Troubleshooting a Smelly Composting Toilet

It has come to this: you’re the proud owner of a brand new fancy composting toilet. You’ve even used it a couple times. But now… it smells.

Now what? It’s not something one talks about, especially online, because things you say online live forever and you don’t want your kids finding your reddit thread about your stinky toilet in 10+ years. 

But don’t worry, you’ve activated incognito search mode, logged out of all your accounts, burned your paper trail, and found this article. Lucky for you, this is the only resource you’ll really need to proudly announce whenever someone asks: Don’t composting toilets stink? Nah! You don’t smell anything. In fact, it smells more like a moist forest covered in moss.

Let’s get to the troubleshooting

Where does the smell come from, liquids or solids?

If you suspect the solids are the source of the stink, the first and easiest solution is to add more dry composting material to the solids. If it’s an issue of liquids, adding a bit of vinegar to the liquids container (or with a spray bottle onto the diverter) will help reduce the smell of urine. Urine can change its smell depending on hydration status, medication, or other factors. 

Are you using covering material? 

What kind of covering material do you use? Is is clean, fresh, and damp, but not too wet? Have you tried a different covering material? We recommend using Coco Coir or Peat Moss. Wood shavings work, but not as well because they won’t absorb as much moisture. If your covering material is too damp, make sure it dries out a bit before using it. Also, make sure no pests are moving in with your covering material. If you do have issues with flies or larva, prepare the material with boiling water (for example Coco Coir), and then let it dry before using it. 

Are you venting your toilet?

While venting isn’t necessary for a composting toilet, it does help with residual smells and to transport moisture out of the toilet (this is especially important in hot and humid climates). Try the THRONE ventilation kit, which runs on both AC and DC, is quiet, energy conscious, and is easy to install!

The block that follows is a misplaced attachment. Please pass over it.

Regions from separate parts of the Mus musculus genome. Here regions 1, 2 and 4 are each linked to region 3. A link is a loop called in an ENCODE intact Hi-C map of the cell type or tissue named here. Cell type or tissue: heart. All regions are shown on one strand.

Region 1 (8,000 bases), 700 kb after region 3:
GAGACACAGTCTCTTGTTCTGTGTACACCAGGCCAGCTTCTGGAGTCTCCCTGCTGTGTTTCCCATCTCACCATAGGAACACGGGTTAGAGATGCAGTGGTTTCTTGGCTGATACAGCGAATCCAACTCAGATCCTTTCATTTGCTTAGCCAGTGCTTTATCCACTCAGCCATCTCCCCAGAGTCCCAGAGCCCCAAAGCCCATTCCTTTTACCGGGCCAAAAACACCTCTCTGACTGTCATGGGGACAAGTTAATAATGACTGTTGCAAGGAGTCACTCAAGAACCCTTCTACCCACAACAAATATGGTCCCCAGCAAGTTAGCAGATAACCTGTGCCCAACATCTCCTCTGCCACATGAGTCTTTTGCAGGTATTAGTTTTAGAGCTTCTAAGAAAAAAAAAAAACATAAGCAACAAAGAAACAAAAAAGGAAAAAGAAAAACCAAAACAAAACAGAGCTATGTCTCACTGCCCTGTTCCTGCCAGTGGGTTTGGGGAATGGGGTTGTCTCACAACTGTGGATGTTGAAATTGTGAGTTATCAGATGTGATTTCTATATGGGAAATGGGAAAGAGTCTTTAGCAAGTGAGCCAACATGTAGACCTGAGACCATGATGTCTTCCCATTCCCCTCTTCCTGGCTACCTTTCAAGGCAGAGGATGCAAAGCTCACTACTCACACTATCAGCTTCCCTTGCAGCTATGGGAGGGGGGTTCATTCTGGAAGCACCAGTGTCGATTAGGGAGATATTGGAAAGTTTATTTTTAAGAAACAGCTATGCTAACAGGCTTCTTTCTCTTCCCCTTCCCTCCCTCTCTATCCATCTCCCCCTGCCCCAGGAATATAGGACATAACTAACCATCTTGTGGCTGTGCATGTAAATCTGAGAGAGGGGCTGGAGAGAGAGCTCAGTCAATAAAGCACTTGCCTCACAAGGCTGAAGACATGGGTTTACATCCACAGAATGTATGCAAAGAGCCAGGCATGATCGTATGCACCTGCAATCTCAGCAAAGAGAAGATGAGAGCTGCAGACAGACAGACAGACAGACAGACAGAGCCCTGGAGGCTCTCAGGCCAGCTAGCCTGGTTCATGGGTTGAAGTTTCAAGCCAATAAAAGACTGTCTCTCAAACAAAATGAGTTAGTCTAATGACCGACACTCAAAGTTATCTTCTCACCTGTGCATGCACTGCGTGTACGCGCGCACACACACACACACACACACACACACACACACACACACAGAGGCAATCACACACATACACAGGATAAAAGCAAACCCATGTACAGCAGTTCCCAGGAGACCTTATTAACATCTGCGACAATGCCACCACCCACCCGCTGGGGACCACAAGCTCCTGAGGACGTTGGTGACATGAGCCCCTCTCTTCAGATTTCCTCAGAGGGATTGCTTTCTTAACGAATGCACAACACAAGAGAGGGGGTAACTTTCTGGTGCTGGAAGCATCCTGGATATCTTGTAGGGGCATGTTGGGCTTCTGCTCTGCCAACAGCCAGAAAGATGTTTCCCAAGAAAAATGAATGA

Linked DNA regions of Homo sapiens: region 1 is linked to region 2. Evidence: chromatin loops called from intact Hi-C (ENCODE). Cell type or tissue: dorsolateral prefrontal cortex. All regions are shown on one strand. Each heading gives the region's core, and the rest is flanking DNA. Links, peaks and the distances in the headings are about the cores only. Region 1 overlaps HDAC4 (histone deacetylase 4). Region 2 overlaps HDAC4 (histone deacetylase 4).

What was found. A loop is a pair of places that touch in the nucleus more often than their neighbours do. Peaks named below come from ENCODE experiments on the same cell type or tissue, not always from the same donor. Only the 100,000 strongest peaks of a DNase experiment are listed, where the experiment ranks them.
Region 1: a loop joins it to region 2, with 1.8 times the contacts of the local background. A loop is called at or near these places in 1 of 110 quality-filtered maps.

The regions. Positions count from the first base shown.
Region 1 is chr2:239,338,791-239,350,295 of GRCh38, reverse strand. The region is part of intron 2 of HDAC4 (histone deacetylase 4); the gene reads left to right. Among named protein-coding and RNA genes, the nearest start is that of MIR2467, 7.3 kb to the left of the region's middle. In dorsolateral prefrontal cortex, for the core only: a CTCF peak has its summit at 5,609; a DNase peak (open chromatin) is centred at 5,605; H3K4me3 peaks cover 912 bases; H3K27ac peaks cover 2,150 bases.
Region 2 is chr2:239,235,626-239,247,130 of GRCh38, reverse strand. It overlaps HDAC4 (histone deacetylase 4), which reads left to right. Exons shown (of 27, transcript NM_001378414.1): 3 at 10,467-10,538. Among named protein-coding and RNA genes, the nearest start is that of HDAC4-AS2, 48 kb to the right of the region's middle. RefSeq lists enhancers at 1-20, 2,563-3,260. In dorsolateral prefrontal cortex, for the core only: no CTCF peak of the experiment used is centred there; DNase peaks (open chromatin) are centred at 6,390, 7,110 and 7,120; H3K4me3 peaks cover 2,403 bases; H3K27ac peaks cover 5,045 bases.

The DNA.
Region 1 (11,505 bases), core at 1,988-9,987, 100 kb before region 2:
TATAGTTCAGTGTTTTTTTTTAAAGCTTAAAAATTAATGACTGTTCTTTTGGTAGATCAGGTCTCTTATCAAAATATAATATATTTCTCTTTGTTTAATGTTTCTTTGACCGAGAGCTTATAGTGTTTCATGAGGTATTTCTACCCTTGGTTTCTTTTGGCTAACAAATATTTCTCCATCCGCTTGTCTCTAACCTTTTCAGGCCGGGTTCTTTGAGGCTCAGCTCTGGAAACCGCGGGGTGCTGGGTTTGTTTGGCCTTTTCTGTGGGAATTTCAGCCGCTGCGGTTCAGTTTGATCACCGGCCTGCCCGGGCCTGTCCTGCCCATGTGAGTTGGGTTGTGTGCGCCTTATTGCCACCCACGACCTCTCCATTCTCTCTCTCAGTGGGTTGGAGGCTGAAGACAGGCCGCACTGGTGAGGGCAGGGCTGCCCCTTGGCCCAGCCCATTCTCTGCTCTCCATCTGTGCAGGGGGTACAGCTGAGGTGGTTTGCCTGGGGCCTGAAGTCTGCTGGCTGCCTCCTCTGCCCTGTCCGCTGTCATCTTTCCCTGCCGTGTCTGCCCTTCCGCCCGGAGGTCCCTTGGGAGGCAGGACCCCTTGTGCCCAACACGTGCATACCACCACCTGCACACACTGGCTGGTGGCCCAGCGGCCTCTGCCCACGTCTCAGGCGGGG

Is your diverter actually separating your liquids? 

Does it require a lot of aim to do so? The most common reason for a smelly composting toilet is the diverter doesn’t adequately separate the liquids from the solids. Not all diverters are made equally, and some require more…aim than others. Even if your diverter is working great for you, it might not be for the other members of the household. Most diverters don’t take anatomic differences into account, and even fewer diverters are build for grown-ups and kids alike. Even if you don’t have issues separating your composting toilet fillings, other members of your family might. 

Where does your toilet paper go?

While compostable toilet paper might be added to your solids container (the thinner the better, and no “disposable” wet wipes!), it can mess with the composting procedure and dry out the solids. If you feel like your covering material doesn’t really reach your solids, try a separate trash can for all or most of the toilet paper. 

What’s your climate like? Warm and humid?

The more humid your climate is, the more covering material you’ll need to dry out your solids. Warm weather will also speed up the composting process or cause smells if not enough covering material is used.

Does it happen all the time or just occasionally?

Is this a one-time-thing or do nasty smells keep happening? If bad smells only happen every once in a while, try using more covering material. If it’s a common occurrence, try adding something more systemic, like adding ventilation or switching over to a more intuitively usable diverter. 

Are you adding any other composting goods to your toilet?

The term “composting” can be a bit deceptive. While it is called a composting toilet, the break-down of materials takes much longer than the solids will actually be in the toilet. Adding food scraps or plant material only furthers the composting process and can increase the moisture content, causing nasty smells. A composting toilet is not meant for food, with the exception of coffee grounds as a supplemental covering material (they act like an air refresher).

It’s normal to have to troubleshoot your composting toilet, but with these tips, you’ll get the hang of this composting toilet thing in no time.






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